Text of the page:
DENVER — The 16th Street Mall can prove to be a busy place.
Especially if you work at a busy stop like Starbucks.
"Yeah, I really like this job. It's honestly it's like a cornerstone of the community. We can meet a lot of new people. We get to make real connections -- its a very nice job," said shift supervisor Ryan Dinaro.
As an employee of Starbucks for three years, he's only worked at the location near the corner of 16th and Tremont for around a month, but has already seen his fair share of safety concerns.
"We have to call up security to deal with customers that have explosive reactions to manage things. And it's been challenging out here," he said, adding that drug use has also been an issue lately. "We have a new DM (District Manager) who's coming in and talking to the mayor's office. They're trying their best to get some things implemented, and we haven't had any of the changes that we've been asking for the safety."
Dinaro said it's gotten to the point that he and some of his co-workers feel that there should be a larger push for change.
"We want to feel safe in the place we work. We want to feel like we're being paid for what fair wages for the roles we've taken on at the store," he said.
And so, the Starbucks location he's at officially filed paperwork to set up a vote on whether or not they would join the labor union Workers United CMRJB in order to join the Starbucks Workers United movement, like other locations have.
The push to unionize
Dinaro says the people causing disruptions at their Starbucks appear to be facing different social issues.
"I see a lot of people facing drug dependencies and facing housing issues. It's more of an issue with them creating a disruptive environment. I've seen people just explode for no reason, and it's sometimes it's just people you wouldn't expect," he said, adding that there have been no instances of people getting hurt.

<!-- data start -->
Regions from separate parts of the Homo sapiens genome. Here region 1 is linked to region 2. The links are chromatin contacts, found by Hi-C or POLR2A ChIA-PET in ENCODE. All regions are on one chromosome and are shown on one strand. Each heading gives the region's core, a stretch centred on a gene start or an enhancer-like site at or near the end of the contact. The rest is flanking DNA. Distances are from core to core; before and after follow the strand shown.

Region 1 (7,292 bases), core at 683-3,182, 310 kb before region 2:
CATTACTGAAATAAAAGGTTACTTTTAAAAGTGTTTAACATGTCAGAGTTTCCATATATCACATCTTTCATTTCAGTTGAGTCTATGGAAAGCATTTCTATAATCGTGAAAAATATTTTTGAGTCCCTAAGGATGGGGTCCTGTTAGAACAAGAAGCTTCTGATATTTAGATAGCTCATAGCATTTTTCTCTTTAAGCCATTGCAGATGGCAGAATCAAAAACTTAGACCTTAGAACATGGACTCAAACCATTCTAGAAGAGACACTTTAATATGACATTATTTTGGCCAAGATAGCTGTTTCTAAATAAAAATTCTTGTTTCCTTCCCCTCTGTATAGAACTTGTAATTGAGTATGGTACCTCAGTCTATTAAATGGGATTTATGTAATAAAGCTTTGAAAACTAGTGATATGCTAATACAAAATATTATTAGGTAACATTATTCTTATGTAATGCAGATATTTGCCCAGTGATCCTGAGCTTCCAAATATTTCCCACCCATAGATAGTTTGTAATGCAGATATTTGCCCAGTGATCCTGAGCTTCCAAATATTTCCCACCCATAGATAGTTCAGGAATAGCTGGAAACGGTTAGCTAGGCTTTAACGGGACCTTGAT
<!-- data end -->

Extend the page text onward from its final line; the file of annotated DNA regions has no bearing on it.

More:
"We have plenty of people who are interested in starting this union, we have plenty of people who are dedicated to it. The reason why people didn't sign is because retaliation from Starbucks," he said.
Starbucks has, in the past, expressed its acknowledgement of workers' right to organize.
In an email to 9NEWS, a Starbucks spokesperson said in part, "We’ve been clear in our belief that we are better together as partners, without a union between us, and that conviction has not changed. Rossann Williams, EVP and president, North America, has also shared with our partners that we respect their right to organize and will bargain in good faith."
“The vote outcomes will not change our shared purpose or how we will show up for each other. … We will keep listening, we will keep connecting and we will keep being in service of one another because that’s what we’ve always done and what it means to be partner," a letter in December from Starbucks read.
"I think they're a good company. They just need more partner input and we need to be at the table," Dinaro said.
Union trends in Colorado